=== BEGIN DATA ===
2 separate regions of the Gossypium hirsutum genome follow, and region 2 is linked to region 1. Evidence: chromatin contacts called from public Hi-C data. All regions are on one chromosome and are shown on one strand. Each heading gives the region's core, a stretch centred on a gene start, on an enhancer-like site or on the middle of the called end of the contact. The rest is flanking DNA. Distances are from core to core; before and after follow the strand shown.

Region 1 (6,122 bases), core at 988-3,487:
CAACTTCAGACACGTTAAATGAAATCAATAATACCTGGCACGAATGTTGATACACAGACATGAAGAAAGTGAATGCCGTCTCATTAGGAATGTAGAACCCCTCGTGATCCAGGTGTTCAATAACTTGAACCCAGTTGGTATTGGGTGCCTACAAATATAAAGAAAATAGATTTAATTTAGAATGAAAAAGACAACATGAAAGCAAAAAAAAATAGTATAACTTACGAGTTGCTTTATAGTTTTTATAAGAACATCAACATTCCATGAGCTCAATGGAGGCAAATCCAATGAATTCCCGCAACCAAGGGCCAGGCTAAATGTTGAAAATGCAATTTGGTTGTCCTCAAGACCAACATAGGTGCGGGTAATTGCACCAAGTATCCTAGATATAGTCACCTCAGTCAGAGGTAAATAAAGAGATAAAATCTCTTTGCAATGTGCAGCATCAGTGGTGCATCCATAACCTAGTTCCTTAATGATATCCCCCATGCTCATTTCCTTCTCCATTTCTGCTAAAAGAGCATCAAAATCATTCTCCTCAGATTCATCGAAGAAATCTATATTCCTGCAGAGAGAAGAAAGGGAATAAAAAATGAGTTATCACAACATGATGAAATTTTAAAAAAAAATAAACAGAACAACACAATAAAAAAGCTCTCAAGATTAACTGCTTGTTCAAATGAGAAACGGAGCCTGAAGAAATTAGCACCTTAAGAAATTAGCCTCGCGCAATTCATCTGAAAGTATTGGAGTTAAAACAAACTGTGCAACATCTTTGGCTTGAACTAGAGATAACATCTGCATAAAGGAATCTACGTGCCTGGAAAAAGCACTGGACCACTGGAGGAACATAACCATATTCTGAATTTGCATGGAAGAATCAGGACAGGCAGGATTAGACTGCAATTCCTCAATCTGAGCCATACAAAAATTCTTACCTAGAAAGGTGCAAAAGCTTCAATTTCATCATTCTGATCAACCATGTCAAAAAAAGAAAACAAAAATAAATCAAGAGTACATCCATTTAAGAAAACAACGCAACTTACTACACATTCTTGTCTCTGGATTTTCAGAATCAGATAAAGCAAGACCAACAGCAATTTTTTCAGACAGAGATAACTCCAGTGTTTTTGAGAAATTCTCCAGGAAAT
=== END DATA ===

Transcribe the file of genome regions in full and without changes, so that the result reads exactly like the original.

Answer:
2 separate regions of the Gossypium hirsutum genome follow, and region 2 is linked to region 1. Evidence: chromatin contacts called from public Hi-C data. All regions are on one chromosome and are shown on one strand. Each heading gives the region's core, a stretch centred on a gene start, on an enhancer-like site or on the middle of the called end of the contact. The rest is flanking DNA. Distances are from core to core; before and after follow the strand shown.

Region 1 (6,122 bases), core at 988-3,487:
CAACTTCAGACACGTTAAATGAAATCAATAATACCTGGCACGAATGTTGATACACAGACATGAAGAAAGTGAATGCCGTCTCATTAGGAATGTAGAACCCCTCGTGATCCAGGTGTTCAATAACTTGAACCCAGTTGGTATTGGGTGCCTACAAATATAAAGAAAATAGATTTAATTTAGAATGAAAAAGACAACATGAAAGCAAAAAAAAATAGTATAACTTACGAGTTGCTTTATAGTTTTTATAAGAACATCAACATTCCATGAGCTCAATGGAGGCAAATCCAATGAATTCCCGCAACCAAGGGCCAGGCTAAATGTTGAAAATGCAATTTGGTTGTCCTCAAGACCAACATAGGTGCGGGTAATTGCACCAAGTATCCTAGATATAGTCACCTCAGTCAGAGGTAAATAAAGAGATAAAATCTCTTTGCAATGTGCAGCATCAGTGGTGCATCCATAACCTAGTTCCTTAATGATATCCCCCATGCTCATTTCCTTCTCCATTTCTGCTAAAAGAGCATCAAAATCATTCTCCTCAGATTCATCGAAGAAATCTATATTCCTGCAGAGAGAAGAAAGGGAATAAAAAATGAGTTATCACAACATGATGAAATTTTAAAAAAAAATAAACAGAACAACACAATAAAAAAGCTCTCAAGATTAACTGCTTGTTCAAATGAGAAACGGAGCCTGAAGAAATTAGCACCTTAAGAAATTAGCCTCGCGCAATTCATCTGAAAGTATTGGAGTTAAAACAAACTGTGCAACATCTTTGGCTTGAACTAGAGATAACATCTGCATAAAGGAATCTACGTGCCTGGAAAAAGCACTGGACCACTGGAGGAACATAACCATATTCTGAATTTGCATGGAAGAATCAGGACAGGCAGGATTAGACTGCAATTCCTCAATCTGAGCCATACAAAAATTCTTACCTAGAAAGGTGCAAAAGCTTCAATTTCATCATTCTGATCAACCATGTCAAAAAAAGAAAACAAAAATAAATCAAGAGTACATCCATTTAAGAAAACAACGCAACTTACTACACATTCTTGTCTCTGGATTTTCAGAATCAGATAAAGCAAGACCAACAGCAATTTTTTCAGACAGAGATAACTCCAGTGTTTTTGAGAAATTCTCCAGGAAAT